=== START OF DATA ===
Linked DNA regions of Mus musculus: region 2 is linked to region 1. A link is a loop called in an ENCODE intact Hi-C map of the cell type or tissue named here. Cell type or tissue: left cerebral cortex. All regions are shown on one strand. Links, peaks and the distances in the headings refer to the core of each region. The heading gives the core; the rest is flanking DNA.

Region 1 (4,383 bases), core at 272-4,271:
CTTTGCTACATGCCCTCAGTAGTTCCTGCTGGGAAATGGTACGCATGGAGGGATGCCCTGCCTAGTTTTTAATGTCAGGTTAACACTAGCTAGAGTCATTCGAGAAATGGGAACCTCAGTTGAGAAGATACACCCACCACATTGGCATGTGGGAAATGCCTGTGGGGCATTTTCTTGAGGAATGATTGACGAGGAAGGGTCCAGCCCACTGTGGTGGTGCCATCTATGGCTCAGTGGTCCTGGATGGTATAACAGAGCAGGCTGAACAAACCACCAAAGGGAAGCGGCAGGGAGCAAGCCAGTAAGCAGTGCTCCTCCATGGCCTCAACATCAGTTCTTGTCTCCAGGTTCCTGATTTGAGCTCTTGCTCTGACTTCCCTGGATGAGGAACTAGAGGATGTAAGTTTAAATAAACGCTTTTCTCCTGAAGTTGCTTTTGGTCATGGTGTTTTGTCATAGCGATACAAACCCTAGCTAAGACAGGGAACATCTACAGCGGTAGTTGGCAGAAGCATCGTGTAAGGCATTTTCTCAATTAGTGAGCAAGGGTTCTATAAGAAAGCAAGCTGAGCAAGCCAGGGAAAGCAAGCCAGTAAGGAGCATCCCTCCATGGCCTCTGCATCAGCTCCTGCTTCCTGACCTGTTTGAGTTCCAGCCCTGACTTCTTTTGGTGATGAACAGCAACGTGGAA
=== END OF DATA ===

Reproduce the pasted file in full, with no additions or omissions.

Linked DNA regions of Mus musculus: region 2 is linked to region 1. A link is a loop called in an ENCODE intact Hi-C map of the cell type or tissue named here. Cell type or tissue: left cerebral cortex. All regions are shown on one strand. Links, peaks and the distances in the headings refer to the core of each region. The heading gives the core; the rest is flanking DNA.

Region 1 (4,383 bases), core at 272-4,271:
CTTTGCTACATGCCCTCAGTAGTTCCTGCTGGGAAATGGTACGCATGGAGGGATGCCCTGCCTAGTTTTTAATGTCAGGTTAACACTAGCTAGAGTCATTCGAGAAATGGGAACCTCAGTTGAGAAGATACACCCACCACATTGGCATGTGGGAAATGCCTGTGGGGCATTTTCTTGAGGAATGATTGACGAGGAAGGGTCCAGCCCACTGTGGTGGTGCCATCTATGGCTCAGTGGTCCTGGATGGTATAACAGAGCAGGCTGAACAAACCACCAAAGGGAAGCGGCAGGGAGCAAGCCAGTAAGCAGTGCTCCTCCATGGCCTCAACATCAGTTCTTGTCTCCAGGTTCCTGATTTGAGCTCTTGCTCTGACTTCCCTGGATGAGGAACTAGAGGATGTAAGTTTAAATAAACGCTTTTCTCCTGAAGTTGCTTTTGGTCATGGTGTTTTGTCATAGCGATACAAACCCTAGCTAAGACAGGGAACATCTACAGCGGTAGTTGGCAGAAGCATCGTGTAAGGCATTTTCTCAATTAGTGAGCAAGGGTTCTATAAGAAAGCAAGCTGAGCAAGCCAGGGAAAGCAAGCCAGTAAGGAGCATCCCTCCATGGCCTCTGCATCAGCTCCTGCTTCCTGACCTGTTTGAGTTCCAGCCCTGACTTCTTTTGGTGATGAACAGCAACGTGGAA